PVC hard to replace in short-term In response to Tracey

More appreciation than love for LEED

Let’s love LEED

Plastics article not helpful

 


PVC hard to replace in short-term In response to Tracey

Loston’s Viewpoint piece, The Environmental Legacy of Plastic Buildings, in the Jan/Feb 09 SABMag [read it here], I can say that sustainability is only one aspect of design decisions. Ultimately, design decisions are based on value which can be defined as performance per unit of cost.
PVC has been with us for half a century. It took early developers about 25 years to succeed in producing close tolerance and straight PVC extrusions. The product can be heat-welded, is a good insulator and has a low life-time cost.
The nearest competitive product performance is by FRP [Fibre Reinforced Plastic] pultrusions, but it is more expensive and, because it uses a thermosetting plastic, it cannot be welded.
My prediction is the future use of wood/fibre-filled thermoplastic extrusions for windows. While at present too weak for that purpose, it already is popular as a decking material.
SABMag would be even more interesting if it were to include suggestions from industry as to where the next best material will come from. Elimination of PVC will only happen after a better value product becomes available.
The best designs are the result of progressive dissatisfaction with the present. Tracey Loston might find some of our research labs good places to visit and see what the future will bring.

Bert van Leeuwen, P.Eng. Amherst, NS 

[We would welcome industry input to the magazine of precisely the kind you are suggesting. – ed.]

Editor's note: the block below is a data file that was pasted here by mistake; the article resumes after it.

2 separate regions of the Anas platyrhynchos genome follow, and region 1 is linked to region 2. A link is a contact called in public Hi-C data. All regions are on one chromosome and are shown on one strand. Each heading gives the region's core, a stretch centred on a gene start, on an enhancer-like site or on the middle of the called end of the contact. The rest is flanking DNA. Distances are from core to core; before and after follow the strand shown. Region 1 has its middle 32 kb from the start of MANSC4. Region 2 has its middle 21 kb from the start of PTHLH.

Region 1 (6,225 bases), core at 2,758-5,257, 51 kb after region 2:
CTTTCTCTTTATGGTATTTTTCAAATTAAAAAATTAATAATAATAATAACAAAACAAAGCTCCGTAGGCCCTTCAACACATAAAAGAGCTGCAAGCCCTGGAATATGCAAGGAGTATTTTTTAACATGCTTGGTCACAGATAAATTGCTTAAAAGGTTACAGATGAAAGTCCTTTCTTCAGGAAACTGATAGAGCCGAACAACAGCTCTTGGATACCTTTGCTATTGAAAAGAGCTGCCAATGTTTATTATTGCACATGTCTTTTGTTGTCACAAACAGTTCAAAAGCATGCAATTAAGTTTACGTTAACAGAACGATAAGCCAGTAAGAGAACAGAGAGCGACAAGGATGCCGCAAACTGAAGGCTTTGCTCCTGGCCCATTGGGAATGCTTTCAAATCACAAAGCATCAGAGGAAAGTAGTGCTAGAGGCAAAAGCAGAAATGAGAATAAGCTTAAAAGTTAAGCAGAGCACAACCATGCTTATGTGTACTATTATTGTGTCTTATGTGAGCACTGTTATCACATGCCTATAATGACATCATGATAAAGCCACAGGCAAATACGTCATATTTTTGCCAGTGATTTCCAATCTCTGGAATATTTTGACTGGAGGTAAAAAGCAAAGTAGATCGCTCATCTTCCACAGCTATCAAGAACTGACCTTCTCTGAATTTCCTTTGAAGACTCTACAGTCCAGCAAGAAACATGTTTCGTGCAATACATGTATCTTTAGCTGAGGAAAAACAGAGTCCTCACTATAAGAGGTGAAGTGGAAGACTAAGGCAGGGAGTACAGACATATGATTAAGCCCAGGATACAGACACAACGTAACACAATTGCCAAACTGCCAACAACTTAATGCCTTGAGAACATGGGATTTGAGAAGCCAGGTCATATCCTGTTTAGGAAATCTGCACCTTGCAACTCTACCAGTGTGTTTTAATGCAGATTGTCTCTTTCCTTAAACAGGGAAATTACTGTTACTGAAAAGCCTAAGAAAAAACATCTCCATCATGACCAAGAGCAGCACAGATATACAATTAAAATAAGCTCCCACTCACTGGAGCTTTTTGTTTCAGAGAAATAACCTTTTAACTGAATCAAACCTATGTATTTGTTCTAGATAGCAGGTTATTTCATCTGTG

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More appreciation than love for LEED

In response to Brenda Marten's letter Let's Love LEED in the SABMag Jan/Feb 2009 issue [read it here] in which she commented on my article From Sustainability to Love [Nov/Dec 08 SABMag],  I would reply that I devoted no "energy at all to denouncing LEED", but every energy to showing its limitations.  A big difference!  
What LEED can do it does so admirably, and having contributed to bringing sustainable building practices into the public and lawmakers' consciousness is a valuable contribution.  It's a laudable beginning, but only just that. That's the point I tried to make in my piece and I stand to it.  
The comparison I used of the person living in a modest, old and inefficient home from where he walks to work and uses an old clunker for the occasional weekend trip, and the guy driving a Prius 150 km a day from his 3,000sf LEED Platinum condo to work and back sums up my point:  LEED is dealing only with building practice and some token site development and planning; it is concerning itself with a tiny sector of the universe.  The way out of the mess we're in requires a complete change of our attitudes, lifestyles, economies, in short, Everything.
During a recent Lunch-and-Learn session put on by a manufacturer of Structural Insulated Panels [SIPs] we were shown images of a supposed "LEED Platinum" house in the US, visibly an overbuilt McMansion on a new subdivision of raw land.  If development models like these can get LEED Platinum ratings, LEED becomes part of the problem, not the solution.